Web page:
Presets are commonly saved as a .xmp file. These files are very easy to share with others and allow non-destructive editing. You may also find many older Presets with the extension .lrtemplate. You can use these Presets in both Lightroom Classic or Lightroom.
If you’re importing Presets directly into Lightroom for Mobile this may be a DNG file type. But you can make use of your .xmp and .lrtemplate files also (though it’s much easier to do this via Lightroom for Desktop and the Presets will be ready for you to use when you launch Lightroom Mobile).
Tip: how to save Lightroom for Mobile Presets into Lightroom Classic
Managing to use your .xmp and .lrtemplate files in Lightroom (for Desktop and Mobile) is an intuitive process. But what if you have a great Preset in Lightroom and you really want to be able to make use of this in Lightroom Classic? The good news is this is possible, though it takes a bit of effort. Here’s how you do it…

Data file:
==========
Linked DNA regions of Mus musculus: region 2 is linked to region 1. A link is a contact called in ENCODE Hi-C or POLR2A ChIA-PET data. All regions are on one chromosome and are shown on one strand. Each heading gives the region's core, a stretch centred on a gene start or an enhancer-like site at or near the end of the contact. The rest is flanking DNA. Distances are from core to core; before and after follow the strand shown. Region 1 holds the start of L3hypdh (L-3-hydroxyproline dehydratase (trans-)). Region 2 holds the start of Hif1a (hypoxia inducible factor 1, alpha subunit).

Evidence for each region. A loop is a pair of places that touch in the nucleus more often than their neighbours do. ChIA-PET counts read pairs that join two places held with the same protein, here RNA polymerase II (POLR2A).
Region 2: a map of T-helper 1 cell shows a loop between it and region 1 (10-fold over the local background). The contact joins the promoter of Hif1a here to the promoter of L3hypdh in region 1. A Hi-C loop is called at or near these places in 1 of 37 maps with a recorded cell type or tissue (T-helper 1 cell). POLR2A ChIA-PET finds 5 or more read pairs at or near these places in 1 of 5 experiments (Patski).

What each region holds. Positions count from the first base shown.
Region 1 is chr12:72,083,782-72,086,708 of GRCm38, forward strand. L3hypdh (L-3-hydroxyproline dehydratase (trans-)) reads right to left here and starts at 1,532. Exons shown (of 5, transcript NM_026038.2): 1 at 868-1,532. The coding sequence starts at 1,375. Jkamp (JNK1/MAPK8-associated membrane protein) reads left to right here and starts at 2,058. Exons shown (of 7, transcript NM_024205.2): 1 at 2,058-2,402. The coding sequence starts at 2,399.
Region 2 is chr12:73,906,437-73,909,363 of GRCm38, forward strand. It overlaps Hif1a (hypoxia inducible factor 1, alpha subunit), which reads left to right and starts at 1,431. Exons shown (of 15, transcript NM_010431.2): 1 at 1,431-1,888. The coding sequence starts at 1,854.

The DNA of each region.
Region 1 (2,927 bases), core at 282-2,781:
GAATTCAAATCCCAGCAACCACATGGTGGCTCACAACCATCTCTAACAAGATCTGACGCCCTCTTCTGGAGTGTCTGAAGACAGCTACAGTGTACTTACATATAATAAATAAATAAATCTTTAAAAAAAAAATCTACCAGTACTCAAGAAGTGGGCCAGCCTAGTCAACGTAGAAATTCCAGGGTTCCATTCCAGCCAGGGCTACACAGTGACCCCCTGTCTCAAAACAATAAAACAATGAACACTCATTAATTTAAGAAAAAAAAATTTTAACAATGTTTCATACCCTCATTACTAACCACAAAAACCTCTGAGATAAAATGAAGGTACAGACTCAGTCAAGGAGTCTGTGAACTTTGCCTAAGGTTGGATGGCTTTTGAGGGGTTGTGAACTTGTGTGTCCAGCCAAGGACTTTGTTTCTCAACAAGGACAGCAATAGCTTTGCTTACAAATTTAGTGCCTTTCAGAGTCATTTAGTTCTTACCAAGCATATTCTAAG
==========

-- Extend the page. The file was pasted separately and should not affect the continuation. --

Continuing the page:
- In Lightroom Classic make sure you’re in Library Mode.
- You can Sync one catalog from Mobile to Classic at any one time. To do this click on the Cloud icon in the top bar and ‘start syncing’.
- If you have applied a Preset to a synced image in Lightroom Mobile, it will now show in Lightroom Classic. You will see tweaked sliders in the Develop panel and it should show as a slider under your Navigator window. You can now turn this into a .xmp Preset by clicking on the + in the Presets panel and choosing ‘Create Preset’. You will have to assign it a name. You’ll now be able to apply this Preset to any other image in Lightroom Classic, regardless of it being in this Synced collection. It will save in ‘User Presets’.